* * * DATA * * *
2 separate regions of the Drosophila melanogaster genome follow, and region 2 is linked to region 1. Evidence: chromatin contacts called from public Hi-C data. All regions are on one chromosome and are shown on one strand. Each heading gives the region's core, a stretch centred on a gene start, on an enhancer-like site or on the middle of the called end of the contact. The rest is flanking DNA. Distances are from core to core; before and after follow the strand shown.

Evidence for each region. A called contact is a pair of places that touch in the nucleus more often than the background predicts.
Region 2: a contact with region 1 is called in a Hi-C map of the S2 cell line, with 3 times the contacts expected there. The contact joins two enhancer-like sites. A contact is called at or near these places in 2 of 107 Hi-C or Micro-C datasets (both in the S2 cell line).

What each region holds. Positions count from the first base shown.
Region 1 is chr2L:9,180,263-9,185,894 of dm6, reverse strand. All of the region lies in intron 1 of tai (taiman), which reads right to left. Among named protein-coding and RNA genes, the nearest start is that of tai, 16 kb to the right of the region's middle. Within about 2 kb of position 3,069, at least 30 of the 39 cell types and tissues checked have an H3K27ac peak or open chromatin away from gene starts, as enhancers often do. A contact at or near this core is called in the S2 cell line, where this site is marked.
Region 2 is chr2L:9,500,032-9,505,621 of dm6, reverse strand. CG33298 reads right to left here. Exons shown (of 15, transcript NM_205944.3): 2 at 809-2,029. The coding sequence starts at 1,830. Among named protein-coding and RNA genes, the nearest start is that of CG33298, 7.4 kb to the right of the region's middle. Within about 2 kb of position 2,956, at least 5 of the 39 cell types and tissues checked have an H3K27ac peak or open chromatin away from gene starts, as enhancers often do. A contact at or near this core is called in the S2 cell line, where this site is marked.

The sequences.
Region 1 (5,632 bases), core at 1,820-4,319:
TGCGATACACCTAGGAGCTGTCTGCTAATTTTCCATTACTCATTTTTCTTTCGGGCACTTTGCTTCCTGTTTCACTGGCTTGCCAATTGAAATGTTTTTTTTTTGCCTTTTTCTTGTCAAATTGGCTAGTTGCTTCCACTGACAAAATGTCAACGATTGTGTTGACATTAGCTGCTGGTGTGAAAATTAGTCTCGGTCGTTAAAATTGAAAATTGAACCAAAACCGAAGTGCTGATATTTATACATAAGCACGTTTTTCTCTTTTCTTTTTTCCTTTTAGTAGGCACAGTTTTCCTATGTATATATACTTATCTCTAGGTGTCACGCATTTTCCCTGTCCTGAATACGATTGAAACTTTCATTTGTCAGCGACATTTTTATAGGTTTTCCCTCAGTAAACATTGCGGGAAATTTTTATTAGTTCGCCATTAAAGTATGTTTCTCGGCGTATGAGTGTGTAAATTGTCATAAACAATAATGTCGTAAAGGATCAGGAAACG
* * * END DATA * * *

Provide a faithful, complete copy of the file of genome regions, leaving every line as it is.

2 separate regions of the Drosophila melanogaster genome follow, and region 2 is linked to region 1. Evidence: chromatin contacts called from public Hi-C data. All regions are on one chromosome and are shown on one strand. Each heading gives the region's core, a stretch centred on a gene start, on an enhancer-like site or on the middle of the called end of the contact. The rest is flanking DNA. Distances are from core to core; before and after follow the strand shown.

Evidence for each region. A called contact is a pair of places that touch in the nucleus more often than the background predicts.
Region 2: a contact with region 1 is called in a Hi-C map of the S2 cell line, with 3 times the contacts expected there. The contact joins two enhancer-like sites. A contact is called at or near these places in 2 of 107 Hi-C or Micro-C datasets (both in the S2 cell line).

What each region holds. Positions count from the first base shown.
Region 1 is chr2L:9,180,263-9,185,894 of dm6, reverse strand. All of the region lies in intron 1 of tai (taiman), which reads right to left. Among named protein-coding and RNA genes, the nearest start is that of tai, 16 kb to the right of the region's middle. Within about 2 kb of position 3,069, at least 30 of the 39 cell types and tissues checked have an H3K27ac peak or open chromatin away from gene starts, as enhancers often do. A contact at or near this core is called in the S2 cell line, where this site is marked.
Region 2 is chr2L:9,500,032-9,505,621 of dm6, reverse strand. CG33298 reads right to left here. Exons shown (of 15, transcript NM_205944.3): 2 at 809-2,029. The coding sequence starts at 1,830. Among named protein-coding and RNA genes, the nearest start is that of CG33298, 7.4 kb to the right of the region's middle. Within about 2 kb of position 2,956, at least 5 of the 39 cell types and tissues checked have an H3K27ac peak or open chromatin away from gene starts, as enhancers often do. A contact at or near this core is called in the S2 cell line, where this site is marked.

The sequences.
Region 1 (5,632 bases), core at 1,820-4,319:
TGCGATACACCTAGGAGCTGTCTGCTAATTTTCCATTACTCATTTTTCTTTCGGGCACTTTGCTTCCTGTTTCACTGGCTTGCCAATTGAAATGTTTTTTTTTTGCCTTTTTCTTGTCAAATTGGCTAGTTGCTTCCACTGACAAAATGTCAACGATTGTGTTGACATTAGCTGCTGGTGTGAAAATTAGTCTCGGTCGTTAAAATTGAAAATTGAACCAAAACCGAAGTGCTGATATTTATACATAAGCACGTTTTTCTCTTTTCTTTTTTCCTTTTAGTAGGCACAGTTTTCCTATGTATATATACTTATCTCTAGGTGTCACGCATTTTCCCTGTCCTGAATACGATTGAAACTTTCATTTGTCAGCGACATTTTTATAGGTTTTCCCTCAGTAAACATTGCGGGAAATTTTTATTAGTTCGCCATTAAAGTATGTTTCTCGGCGTATGAGTGTGTAAATTGTCATAAACAATAATGTCGTAAAGGATCAGGAAACG